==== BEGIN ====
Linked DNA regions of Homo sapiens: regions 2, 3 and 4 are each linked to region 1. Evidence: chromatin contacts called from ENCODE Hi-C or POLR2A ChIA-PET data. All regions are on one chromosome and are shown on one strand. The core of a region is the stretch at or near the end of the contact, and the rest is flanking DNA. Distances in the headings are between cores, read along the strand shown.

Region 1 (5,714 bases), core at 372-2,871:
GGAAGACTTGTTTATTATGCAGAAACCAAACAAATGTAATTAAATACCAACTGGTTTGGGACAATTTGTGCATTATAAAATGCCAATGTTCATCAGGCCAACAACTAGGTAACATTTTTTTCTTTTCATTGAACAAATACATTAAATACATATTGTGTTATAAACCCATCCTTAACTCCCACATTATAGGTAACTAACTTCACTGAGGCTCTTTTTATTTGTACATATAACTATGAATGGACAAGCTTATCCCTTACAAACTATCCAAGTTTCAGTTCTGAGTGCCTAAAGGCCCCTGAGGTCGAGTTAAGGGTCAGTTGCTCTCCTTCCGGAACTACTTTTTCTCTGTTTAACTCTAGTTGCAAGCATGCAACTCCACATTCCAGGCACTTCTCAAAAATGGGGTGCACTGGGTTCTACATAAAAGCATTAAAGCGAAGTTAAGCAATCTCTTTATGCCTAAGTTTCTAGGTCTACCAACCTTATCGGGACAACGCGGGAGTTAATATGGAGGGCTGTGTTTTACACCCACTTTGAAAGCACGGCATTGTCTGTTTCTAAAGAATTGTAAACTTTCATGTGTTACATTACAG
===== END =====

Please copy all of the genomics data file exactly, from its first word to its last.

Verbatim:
Linked DNA regions of Homo sapiens: regions 2, 3 and 4 are each linked to region 1. Evidence: chromatin contacts called from ENCODE Hi-C or POLR2A ChIA-PET data. All regions are on one chromosome and are shown on one strand. The core of a region is the stretch at or near the end of the contact, and the rest is flanking DNA. Distances in the headings are between cores, read along the strand shown.

Region 1 (5,714 bases), core at 372-2,871:
GGAAGACTTGTTTATTATGCAGAAACCAAACAAATGTAATTAAATACCAACTGGTTTGGGACAATTTGTGCATTATAAAATGCCAATGTTCATCAGGCCAACAACTAGGTAACATTTTTTTCTTTTCATTGAACAAATACATTAAATACATATTGTGTTATAAACCCATCCTTAACTCCCACATTATAGGTAACTAACTTCACTGAGGCTCTTTTTATTTGTACATATAACTATGAATGGACAAGCTTATCCCTTACAAACTATCCAAGTTTCAGTTCTGAGTGCCTAAAGGCCCCTGAGGTCGAGTTAAGGGTCAGTTGCTCTCCTTCCGGAACTACTTTTTCTCTGTTTAACTCTAGTTGCAAGCATGCAACTCCACATTCCAGGCACTTCTCAAAAATGGGGTGCACTGGGTTCTACATAAAAGCATTAAAGCGAAGTTAAGCAATCTCTTTATGCCTAAGTTTCTAGGTCTACCAACCTTATCGGGACAACGCGGGAGTTAATATGGAGGGCTGTGTTTTACACCCACTTTGAAAGCACGGCATTGTCTGTTTCTAAAGAATTGTAAACTTTCATGTGTTACATTACAG